Matt is a freelance technical writer with a background in marketing and a focus on lighting and entertainment. He contributes to publications around the world and provides media and marketing services for the entertainment industry. A strong contributor to Melbourne's independent theatre scene, he has worked as a producer, director, actor, stage manager, and more recently as a lighting designer. Matt is a produced playwright and budding screenwriter (although Hollywood doesn't think so... yet) and freelances his reviewing skills both online and in print.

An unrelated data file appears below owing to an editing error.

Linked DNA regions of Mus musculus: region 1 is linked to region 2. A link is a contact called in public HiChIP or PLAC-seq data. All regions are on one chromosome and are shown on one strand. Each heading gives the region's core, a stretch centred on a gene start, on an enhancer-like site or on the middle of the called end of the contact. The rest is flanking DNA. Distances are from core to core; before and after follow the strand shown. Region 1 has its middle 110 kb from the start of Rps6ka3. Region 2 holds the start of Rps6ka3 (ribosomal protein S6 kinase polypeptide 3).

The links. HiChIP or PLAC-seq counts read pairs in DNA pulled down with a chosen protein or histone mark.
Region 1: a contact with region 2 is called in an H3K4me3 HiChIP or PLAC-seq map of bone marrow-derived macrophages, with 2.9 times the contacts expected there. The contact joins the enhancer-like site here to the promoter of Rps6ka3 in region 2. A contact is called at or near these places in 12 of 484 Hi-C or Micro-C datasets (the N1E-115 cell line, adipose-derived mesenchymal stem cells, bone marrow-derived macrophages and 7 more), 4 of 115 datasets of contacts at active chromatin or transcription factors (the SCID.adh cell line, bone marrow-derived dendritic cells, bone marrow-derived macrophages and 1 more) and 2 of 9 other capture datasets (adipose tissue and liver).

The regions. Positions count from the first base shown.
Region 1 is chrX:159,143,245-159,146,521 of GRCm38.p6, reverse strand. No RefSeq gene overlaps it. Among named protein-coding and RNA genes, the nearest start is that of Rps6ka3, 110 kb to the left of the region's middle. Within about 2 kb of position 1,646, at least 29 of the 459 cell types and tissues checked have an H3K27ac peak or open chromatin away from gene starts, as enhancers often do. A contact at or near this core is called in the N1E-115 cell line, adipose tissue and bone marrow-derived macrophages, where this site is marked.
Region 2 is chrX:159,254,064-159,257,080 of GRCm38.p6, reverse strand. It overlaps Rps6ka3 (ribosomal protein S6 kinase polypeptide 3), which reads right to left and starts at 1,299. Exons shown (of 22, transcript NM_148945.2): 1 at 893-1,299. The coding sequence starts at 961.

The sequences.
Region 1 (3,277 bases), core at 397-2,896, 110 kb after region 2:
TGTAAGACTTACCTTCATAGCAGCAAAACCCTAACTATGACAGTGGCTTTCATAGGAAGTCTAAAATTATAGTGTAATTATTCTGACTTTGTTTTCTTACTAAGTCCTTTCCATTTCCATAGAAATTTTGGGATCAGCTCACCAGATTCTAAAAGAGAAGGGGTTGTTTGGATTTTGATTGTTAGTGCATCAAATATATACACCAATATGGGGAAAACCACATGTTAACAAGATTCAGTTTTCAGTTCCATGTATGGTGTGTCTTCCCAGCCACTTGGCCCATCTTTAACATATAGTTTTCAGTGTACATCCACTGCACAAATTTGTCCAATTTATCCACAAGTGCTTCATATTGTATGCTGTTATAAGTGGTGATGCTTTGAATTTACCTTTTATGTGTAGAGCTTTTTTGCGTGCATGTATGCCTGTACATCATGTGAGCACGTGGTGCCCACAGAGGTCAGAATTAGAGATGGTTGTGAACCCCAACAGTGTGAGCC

alchemedia publishing pty ltd (ABN: 34 074 431 628) PO Box 6216, Frenchs Forest, NSW 2086 All material in this magazine is copyright Š 2011 Alchemedia Publishing Pty Ltd. The title AV is a registered Trademark. Apart from any fair dealing permitted under the Copyright Act, no part may be reproduced by any process without written permission. The publishers believe all information supplied in this magazine to be correct at the time of publication. They are not in a position to make a guarantee to this effect and accept no liability in the event of any information proving inaccurate. After investigation and to the best of our knowledge and belief, prices, addresses and phone numbers were up to date at the time of publication. It is not possible for the publishers to ensure that advertisements appearing in this publication comply with the Trade Practices Act, 1974. The responsibility is on the person, company or advertising agency submitting or directing the advertisement for publication. The publishers cannot be held responsible for any errors or omissions, although every endeavour has been made to ensure complete accuracy. 11/11/11